But that defeats some of the benefits of using an immersion chiller:

Easy sanitation and cold break left in the brew kettle.

That said, I use a CFC, but I'm considering an immersion chiller using the same technique: My tap water gets downright HOT in the summer (water lines in the attic). So, I recirculate my cooling water from an ice bath, through the chiller, and back (using a beverage pump). It takes roughly 30 lbs of ice to chill one 15 gallon batch that way.
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Old 03-28-2007, 01:39 AM   #8
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I actually stand near my kettle and gently "swirl" my IC as its going. The idea being that I'm keeping wort moving over the coils chilling all of the wort. If I did not agitate it I would only be chilling the portions of the wort in direct conctact with my coils. I chill much faster this way than I ever did just immersing the chiller and walking away for a while. Its kind of based on the idea of the whirlpool chiller www.mrmalty.com, but way more ghetto, because then its consistent with the rest of my brew process.

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Old 03-30-2007, 12:34 AM   #9
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I knew these would be the responses. When I talk about efficiency I mean how well the heat exchanger moves heat. If A moves heat better than B you need less cooling, whether it be water or ice. A CFC is much more effective than an IC. The amount of mis-information on brew sites is absurd when it comes to that fact.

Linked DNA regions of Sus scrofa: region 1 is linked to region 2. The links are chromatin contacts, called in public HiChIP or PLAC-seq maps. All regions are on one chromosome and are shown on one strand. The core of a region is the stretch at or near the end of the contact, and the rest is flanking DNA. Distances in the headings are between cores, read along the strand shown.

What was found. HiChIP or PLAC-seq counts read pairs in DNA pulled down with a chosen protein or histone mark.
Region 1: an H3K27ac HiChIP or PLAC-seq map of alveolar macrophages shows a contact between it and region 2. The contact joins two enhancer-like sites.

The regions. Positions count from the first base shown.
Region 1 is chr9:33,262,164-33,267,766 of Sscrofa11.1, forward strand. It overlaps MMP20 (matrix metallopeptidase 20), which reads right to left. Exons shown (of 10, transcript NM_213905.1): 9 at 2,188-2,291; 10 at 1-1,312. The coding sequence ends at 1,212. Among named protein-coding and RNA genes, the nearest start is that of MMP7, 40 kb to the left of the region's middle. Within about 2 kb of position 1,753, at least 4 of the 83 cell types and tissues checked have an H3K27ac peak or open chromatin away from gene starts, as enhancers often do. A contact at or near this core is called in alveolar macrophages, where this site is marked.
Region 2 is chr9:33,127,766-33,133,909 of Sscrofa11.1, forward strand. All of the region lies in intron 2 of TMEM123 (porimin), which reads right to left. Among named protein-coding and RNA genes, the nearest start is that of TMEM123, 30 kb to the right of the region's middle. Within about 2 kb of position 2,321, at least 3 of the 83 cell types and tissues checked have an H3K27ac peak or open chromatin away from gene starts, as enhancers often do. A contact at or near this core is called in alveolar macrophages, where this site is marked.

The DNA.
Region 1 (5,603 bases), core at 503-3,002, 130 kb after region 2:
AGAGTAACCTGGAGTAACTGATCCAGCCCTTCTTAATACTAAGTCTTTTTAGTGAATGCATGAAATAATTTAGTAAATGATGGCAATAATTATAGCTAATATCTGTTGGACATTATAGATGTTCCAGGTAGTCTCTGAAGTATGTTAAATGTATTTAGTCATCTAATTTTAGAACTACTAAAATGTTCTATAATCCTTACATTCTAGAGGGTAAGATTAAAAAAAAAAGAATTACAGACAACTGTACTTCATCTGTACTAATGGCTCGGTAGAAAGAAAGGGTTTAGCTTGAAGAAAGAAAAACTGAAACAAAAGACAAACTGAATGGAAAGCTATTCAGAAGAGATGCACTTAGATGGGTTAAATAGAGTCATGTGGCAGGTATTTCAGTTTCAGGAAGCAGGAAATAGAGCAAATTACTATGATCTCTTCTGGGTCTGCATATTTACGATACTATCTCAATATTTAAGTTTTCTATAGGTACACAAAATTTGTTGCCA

First, Yuri stop recirculating. The water coming out of your CFC is going to be nearly as hot as the wort going in. Which means you're using ice to cool anything from 160F to 180F water when you recirculate. How hot is your tap water?, 100F?

I'm not going to teach a course in heat transfer, but what it comes down to is there are three factors in any heat exchanger. Overall heat transfer coefficient, U, Area and temperature gradient, here's how the three systems rank best to worst,

U - CFC, my idea, IC
A - Equal
Delta T - My idea, CFC, IC.

Will my idea use more ice than a pre-chiller? It totally depends on the temperature of the tap water. What I do know is the numbers are going to be close. I ran a test today and cooled 5 gallons of boiling water to 55F in 11 minutes using just tap water, no ice. I couldn't do that with a CFC, and it would take hours with an IC.

The great things is if I move up to 10 gallon batches all I need is a pump, because my chiller is efficient enough to handle the extra 5 gallons, and it's 25ft long.

And to make some counter points, how hard is it to sanitize tubing you use to move beer from carboy to carboy? Or carboy to bottle? Because that's how hard it is to sanitize the inside of the copper. And how expensive is water? Because even if my tap water is 80F all I need is 2 soda bottles of ice, which can easily be put in the freezer.

Like I said, for some reason people just love to complicate things.

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Old 03-30-2007, 12:52 AM   #10
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Quote:
Originally Posted by joejoe1881
You don't need a pre-chiller. I really don't understand why people complicate things, just put your copper chiller in a bucket/sink of ice water and run the wort throught the chiller. That's much more efficient than putting it in your wort and running cold water through it, and also more efficient than a CFC.

Just keep adding some water as you run to keep the ice water mixed well. All you need is 25ft of 3/8" copper, $25, two compression fittings, $3, two barbed fitting, $2. And for $30 you make something better than anything outside of the plate chillers.
Even with a plate chiller, in some places a pre-chiller is still an absolute requirement. You are only limited to what your ground water temperature is. No matter how hard you try, you'll never be able to chill your wort below your ground water temp.

Here in Virginia, ground water gets into the high 90's. That is too far above pitching temperature to not use a pre-chiller.